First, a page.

UGSLA Recipient: Adam Bai

Undergraduate Student Leader: Laboratory Medicine and Pathobiology

Adam Bai
Photo courtsey of Adam Bai
Adam Bai

For me, leadership goes beyond directing and managing others. I believe leadership is a two-way street where the leader not only accomplishes certain tasks, but also serves to empower and drive the improvement of his followers. Conversely, by being receptive to criticism and identifying weaknesses, a leader is concurrently able to better himself and ultimately improve his leadership capabilities. Growing up, I had always been good with people; it had come easy to me. Although my sociable personality was one of my greatest allies in many of my accomplishments to date, I noticed that this did not necessarily translate to great leadership. Over the years, my experiences have collectively guided me to realize the importance of leadership and the necessary tools required to carry out the responsibilities of a quintessential leader.

My very first job was instrumental in laying the stepping stones for my commitment to leadership in my later years. When I was 16, I worked as a summer camp leader where I was primarily responsible for supervising and leading youth ages 5 to 12. Soon after, the far reaching implications of my role became apparent. Due to the young age of the participants, their performance in specific sports determined their level of satisfaction with the sport. As a result, this led to short-lived passions for certain activities. As a camp leader, I was able to establish relationships with the youth and target their weaknesses while encouraging their resilience in braving through their challenges. By providing such simple guidance to the youth, it helped them to recognize the importance in persevering through the struggles of being a beginner and acknowledging their weaknesses in order to improve. This not only motivated my students to continue fighting for their passions for certain sports, but it also further served to kindle my drive to foster their development and support their endeavours. This experience undoubtedly laid the foundation for a lifelong commitment to strive to empower and support the development of others.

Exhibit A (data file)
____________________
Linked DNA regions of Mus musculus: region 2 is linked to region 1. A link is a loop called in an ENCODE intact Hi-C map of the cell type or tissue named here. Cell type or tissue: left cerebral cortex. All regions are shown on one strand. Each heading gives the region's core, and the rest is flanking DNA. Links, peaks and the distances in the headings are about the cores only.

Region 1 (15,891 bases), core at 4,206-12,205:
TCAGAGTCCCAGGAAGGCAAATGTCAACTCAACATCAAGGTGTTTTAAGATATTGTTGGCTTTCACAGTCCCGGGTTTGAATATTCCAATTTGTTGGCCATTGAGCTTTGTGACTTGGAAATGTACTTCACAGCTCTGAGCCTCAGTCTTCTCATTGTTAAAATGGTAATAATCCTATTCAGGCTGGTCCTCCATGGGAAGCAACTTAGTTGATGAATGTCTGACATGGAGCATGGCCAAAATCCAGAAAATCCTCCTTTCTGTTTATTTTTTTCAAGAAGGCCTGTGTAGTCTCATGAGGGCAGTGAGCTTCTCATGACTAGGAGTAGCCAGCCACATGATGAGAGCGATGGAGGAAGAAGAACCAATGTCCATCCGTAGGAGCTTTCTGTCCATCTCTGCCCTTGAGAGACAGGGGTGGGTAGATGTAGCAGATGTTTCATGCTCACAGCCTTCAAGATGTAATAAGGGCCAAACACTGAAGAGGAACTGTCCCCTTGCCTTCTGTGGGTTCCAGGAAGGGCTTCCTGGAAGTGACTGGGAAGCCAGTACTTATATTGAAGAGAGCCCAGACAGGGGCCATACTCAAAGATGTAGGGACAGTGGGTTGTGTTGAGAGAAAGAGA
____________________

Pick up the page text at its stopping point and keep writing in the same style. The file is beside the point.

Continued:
Throughout university, I had the fortunate opportunity to hold many leadership positions in various clubs: First Year Representative at the U of T Pre-Med Association (2019-2020), VP of Events at the U of T Pre-Med Association (2020-2021), VP of Finance at the U of T Pre-Med Association (2021-2022), Vice President of the U of T Pre-Med Association (2022-2023), Diversity Equity and Inclusion Director at the U of T Mental Health Association (2021-2023), External Affairs Coordinator at U of T Cam’s Kids (2022-2023), and the Treasurer of the U of T Biochemistry Undergraduate Student Association (2022-2023). However, the most meaningful leadership experience I had was my role as the Co-Founder and Co-President of the non-profit organization, the Ontario Association for Undergraduate Research. Research has always been central to my identity.

Growing up, I was always curious of my surroundings, as I yearned to fully fathom the world I live in. In 2018, I placed first in the 2018 national high school scholarly writing challenge for the biological sciences category, which was a national research competition hosted by Stem Fellowship and Canadian Science Publishing. This achievement was the stepping stone for my lifelong commitment to scientific discovery. In 2021, I inaugurated and founded the Ontario Association of Undergraduate Research, which is a centralized platform to provide undergraduate students in Ontario access to research resources and opportunities, and uses the work of students to educate the public on various disorders. Over the past few academic years, our services have reached over 1000 undergraduate students. This accomplishment resonates closely with my personal values. I believe my exemplification of leadership in this experience will continue to provide me with the necessary tools for leadership in my future ventures.